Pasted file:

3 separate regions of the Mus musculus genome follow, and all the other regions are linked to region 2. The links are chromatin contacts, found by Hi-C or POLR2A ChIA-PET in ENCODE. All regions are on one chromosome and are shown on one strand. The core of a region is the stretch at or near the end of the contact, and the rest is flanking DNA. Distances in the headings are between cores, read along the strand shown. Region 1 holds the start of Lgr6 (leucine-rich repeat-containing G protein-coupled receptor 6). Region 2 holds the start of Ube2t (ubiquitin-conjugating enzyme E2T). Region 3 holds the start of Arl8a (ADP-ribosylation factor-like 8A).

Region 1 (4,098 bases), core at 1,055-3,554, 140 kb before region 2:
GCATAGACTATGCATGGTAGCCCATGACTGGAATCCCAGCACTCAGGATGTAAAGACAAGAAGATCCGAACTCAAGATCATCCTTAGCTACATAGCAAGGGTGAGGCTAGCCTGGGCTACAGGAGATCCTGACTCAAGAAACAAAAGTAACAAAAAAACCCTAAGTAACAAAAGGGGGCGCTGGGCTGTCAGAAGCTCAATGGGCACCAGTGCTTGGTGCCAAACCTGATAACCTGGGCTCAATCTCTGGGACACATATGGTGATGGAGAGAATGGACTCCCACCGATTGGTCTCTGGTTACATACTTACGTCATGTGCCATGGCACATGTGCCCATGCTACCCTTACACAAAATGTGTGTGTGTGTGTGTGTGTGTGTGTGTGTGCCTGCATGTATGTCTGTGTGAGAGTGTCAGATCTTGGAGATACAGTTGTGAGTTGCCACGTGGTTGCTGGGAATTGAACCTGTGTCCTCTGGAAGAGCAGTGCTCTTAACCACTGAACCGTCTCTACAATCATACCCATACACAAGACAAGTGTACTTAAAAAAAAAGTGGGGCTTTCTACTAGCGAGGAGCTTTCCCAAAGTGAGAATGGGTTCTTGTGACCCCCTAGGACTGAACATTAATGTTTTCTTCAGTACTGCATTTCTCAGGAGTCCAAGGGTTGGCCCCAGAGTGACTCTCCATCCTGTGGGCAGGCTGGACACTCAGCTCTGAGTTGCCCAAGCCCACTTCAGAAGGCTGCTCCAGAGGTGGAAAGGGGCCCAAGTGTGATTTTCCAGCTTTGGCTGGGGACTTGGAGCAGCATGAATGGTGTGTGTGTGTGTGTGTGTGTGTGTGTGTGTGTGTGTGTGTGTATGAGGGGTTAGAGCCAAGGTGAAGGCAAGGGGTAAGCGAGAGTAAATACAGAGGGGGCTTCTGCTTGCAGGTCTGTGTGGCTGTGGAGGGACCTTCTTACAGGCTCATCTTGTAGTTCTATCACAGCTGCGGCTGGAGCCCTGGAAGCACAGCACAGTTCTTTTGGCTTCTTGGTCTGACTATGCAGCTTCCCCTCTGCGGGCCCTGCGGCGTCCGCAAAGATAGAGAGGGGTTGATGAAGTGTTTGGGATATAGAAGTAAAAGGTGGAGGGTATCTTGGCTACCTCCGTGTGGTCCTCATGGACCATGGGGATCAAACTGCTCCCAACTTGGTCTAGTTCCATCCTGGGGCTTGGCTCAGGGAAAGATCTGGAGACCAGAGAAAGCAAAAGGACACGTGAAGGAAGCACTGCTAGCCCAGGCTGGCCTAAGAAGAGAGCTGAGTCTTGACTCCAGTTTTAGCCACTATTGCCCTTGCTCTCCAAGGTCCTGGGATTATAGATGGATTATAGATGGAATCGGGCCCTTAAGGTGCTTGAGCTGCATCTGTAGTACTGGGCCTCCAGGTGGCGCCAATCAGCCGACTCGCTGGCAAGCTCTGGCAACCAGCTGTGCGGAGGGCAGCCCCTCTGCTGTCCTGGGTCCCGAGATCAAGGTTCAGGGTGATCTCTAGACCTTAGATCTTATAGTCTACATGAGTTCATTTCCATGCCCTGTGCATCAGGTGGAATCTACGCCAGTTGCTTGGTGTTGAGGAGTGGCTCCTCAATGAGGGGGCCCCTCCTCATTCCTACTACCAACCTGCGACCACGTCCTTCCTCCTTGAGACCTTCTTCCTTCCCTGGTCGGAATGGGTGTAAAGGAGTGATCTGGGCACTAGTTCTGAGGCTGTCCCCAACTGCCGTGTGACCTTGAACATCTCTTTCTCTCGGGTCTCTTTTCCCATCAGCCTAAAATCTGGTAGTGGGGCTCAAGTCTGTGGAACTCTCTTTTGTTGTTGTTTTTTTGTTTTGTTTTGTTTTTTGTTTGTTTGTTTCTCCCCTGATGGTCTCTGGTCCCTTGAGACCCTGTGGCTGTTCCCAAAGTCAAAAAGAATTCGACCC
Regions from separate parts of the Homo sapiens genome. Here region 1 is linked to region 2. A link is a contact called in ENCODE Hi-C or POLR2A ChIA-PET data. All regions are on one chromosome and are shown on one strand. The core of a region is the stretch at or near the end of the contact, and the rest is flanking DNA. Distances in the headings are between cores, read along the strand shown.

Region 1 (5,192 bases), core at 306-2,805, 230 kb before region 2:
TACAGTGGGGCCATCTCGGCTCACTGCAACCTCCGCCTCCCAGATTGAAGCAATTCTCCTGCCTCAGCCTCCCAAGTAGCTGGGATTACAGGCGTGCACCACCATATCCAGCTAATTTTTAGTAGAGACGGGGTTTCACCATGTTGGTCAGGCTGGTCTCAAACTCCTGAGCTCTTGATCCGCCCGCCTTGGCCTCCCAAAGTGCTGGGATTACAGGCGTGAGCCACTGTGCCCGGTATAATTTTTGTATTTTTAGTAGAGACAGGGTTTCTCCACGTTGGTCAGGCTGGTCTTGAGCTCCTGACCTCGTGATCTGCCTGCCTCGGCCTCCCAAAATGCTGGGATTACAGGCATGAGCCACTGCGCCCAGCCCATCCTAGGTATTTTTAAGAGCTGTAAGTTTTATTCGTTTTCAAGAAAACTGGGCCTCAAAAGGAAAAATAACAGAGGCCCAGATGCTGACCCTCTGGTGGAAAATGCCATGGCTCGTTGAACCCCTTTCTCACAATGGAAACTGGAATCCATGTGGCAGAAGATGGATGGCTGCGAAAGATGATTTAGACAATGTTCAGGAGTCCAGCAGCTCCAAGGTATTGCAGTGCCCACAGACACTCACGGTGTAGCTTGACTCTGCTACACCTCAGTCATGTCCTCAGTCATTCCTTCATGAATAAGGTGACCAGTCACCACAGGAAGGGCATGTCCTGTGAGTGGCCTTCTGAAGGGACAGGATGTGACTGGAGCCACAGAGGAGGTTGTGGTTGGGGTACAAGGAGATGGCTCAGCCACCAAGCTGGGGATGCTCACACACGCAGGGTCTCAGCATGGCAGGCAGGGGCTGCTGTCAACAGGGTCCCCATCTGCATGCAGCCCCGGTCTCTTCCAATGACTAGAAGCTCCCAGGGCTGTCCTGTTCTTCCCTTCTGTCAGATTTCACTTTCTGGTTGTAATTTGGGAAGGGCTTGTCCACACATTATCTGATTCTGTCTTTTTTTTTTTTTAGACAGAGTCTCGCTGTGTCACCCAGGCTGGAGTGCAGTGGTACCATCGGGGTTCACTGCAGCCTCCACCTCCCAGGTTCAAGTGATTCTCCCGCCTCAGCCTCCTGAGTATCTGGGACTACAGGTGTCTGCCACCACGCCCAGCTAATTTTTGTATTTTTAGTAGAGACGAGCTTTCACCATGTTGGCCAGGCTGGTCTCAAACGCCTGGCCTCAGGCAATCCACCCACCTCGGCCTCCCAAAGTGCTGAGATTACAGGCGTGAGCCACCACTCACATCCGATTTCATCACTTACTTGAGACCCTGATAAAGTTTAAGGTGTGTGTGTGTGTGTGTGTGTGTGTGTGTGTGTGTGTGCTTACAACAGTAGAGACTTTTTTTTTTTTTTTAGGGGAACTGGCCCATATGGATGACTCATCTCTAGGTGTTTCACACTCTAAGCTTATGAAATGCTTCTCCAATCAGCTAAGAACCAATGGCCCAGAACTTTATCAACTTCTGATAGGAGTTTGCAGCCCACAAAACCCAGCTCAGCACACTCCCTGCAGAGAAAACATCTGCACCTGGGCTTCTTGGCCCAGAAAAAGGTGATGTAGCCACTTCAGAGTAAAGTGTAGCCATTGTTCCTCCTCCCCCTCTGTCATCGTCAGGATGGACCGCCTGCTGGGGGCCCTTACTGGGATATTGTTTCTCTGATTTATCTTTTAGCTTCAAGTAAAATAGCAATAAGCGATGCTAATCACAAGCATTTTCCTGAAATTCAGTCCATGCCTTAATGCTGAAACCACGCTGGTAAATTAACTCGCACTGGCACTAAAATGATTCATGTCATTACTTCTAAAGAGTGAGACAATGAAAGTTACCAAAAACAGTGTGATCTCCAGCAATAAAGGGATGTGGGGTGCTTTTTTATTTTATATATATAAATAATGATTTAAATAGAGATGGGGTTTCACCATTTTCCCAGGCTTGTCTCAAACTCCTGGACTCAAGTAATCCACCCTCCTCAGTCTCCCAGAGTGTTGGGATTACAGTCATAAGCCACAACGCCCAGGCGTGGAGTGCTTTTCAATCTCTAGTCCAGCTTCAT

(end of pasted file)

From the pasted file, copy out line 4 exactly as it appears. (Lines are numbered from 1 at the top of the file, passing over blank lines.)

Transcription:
Regions from separate parts of the Homo sapiens genome. Here region 1 is linked to region 2. A link is a contact called in ENCODE Hi-C or POLR2A ChIA-PET data. All regions are on one chromosome and are shown on one strand. The core of a region is the stretch at or near the end of the contact, and the rest is flanking DNA. Distances in the headings are between cores, read along the strand shown.